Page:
Serum phospholipid Fatty acids, genetic variation in myeloperoxidase, and prostate cancer risk in heavy smokers: a gene-nutrient interaction in the carotene and retinol efficacy trial.

Publication Type:

Journal Article


American journal of epidemiology, Volume 177, Issue 10, p.1106-17 (2013)


2013, April 2013, Center-Authored Paper, Public Health Sciences Division, Specimen Processing Core Facility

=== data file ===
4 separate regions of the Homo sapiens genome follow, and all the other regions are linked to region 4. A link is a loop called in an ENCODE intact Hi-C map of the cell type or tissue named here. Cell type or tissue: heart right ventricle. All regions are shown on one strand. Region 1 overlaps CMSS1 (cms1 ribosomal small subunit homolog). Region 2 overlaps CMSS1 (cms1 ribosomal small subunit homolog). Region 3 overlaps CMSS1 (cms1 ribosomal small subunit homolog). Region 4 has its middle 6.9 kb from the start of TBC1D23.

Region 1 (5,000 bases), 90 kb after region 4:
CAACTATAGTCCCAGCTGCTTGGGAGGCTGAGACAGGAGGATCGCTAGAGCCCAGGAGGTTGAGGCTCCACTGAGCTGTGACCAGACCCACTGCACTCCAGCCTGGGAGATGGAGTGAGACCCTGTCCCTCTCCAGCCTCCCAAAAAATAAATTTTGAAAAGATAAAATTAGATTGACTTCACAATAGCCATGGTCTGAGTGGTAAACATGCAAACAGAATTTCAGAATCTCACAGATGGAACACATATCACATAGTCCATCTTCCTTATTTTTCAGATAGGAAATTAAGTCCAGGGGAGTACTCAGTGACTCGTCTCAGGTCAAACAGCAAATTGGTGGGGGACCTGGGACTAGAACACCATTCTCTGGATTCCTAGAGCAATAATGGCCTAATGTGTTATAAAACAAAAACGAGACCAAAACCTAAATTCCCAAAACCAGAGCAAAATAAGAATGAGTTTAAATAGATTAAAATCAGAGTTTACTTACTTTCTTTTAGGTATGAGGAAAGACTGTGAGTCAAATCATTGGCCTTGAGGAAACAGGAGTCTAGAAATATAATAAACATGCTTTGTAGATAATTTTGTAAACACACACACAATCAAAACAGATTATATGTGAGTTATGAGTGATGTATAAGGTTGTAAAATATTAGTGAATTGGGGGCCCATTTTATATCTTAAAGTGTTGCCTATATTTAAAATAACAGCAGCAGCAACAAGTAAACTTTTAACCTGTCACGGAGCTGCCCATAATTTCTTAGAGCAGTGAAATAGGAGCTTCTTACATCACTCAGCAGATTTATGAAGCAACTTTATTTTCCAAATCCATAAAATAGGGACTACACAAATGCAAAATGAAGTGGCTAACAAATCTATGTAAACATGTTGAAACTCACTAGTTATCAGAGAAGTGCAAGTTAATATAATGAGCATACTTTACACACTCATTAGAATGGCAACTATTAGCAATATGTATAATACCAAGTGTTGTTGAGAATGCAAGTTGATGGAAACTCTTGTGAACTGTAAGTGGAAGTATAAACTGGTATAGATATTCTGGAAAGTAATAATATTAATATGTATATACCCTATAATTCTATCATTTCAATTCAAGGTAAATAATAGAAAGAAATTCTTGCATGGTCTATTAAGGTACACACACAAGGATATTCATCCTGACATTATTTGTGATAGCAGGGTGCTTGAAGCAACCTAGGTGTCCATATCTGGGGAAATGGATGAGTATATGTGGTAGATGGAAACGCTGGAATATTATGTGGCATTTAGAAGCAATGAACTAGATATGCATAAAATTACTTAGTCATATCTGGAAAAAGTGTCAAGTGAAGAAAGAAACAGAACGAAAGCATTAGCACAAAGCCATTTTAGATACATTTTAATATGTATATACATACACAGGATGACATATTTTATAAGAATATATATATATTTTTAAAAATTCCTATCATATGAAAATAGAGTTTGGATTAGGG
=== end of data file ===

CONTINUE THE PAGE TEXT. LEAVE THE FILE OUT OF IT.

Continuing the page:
The authors investigated associations of serum phospholipid n-3 and n-6 polyunsaturated fatty acids (PUFAs) and trans-fatty acids with prostate cancer risk, and whether myeloperoxidase G-463A (rs2333227) modified the associations in the Carotene and Retinol Efficacy Trial (CARET) (Seattle, Washington; Irvine, California; New Haven, Connecticut; San Francisco, California; Baltimore, Maryland; and Portland, Oregon, 1985-2003). Prerandomization sera were assayed for fatty acids among 641 men with incident prostate cancer (368 nonaggressive and 273 aggressive (stage III/IV or Gleason score ≥7)) and 1,398 controls. Overall, dihomo-γ-linolenic (quartiles 4 vs. 1: odds ratio (OR) = 0.66, 95% confidence interval (CI): 0.49, 0.95; Ptrend = 0.024) and docosatetraenoic (OR = 0.69, 95% CI: 0.46, 1.02; Ptrend = 0.011) acids were inversely associated with nonaggressive and aggressive prostate cancer risks, respectively. Among men with MPO GG, the genotype upregulating oxidative stress, quartiles 4 versus 1 eicosapentaenoic plus docosahexaenoic acids were suggestively associated with an increased risk of aggressive prostate cancer (OR = 1.66, 95% CI: 0.95, 2.92; Ptrend = 0.07). However, the association was the inverse among men with MPO GA/AA genotypes (Pinteraction = 0.011). Interactions were also observed for docosapentaenoic acid, total n-3 PUFAs, and arachidonic acid. MPO GA/AA vs. GG was associated with a 2-fold increase in aggressive prostate cancer risk among men with low (quartile 1) n-3 PUFAs. This study adds important evidence linking oxidative stress with prostate carcinogenesis.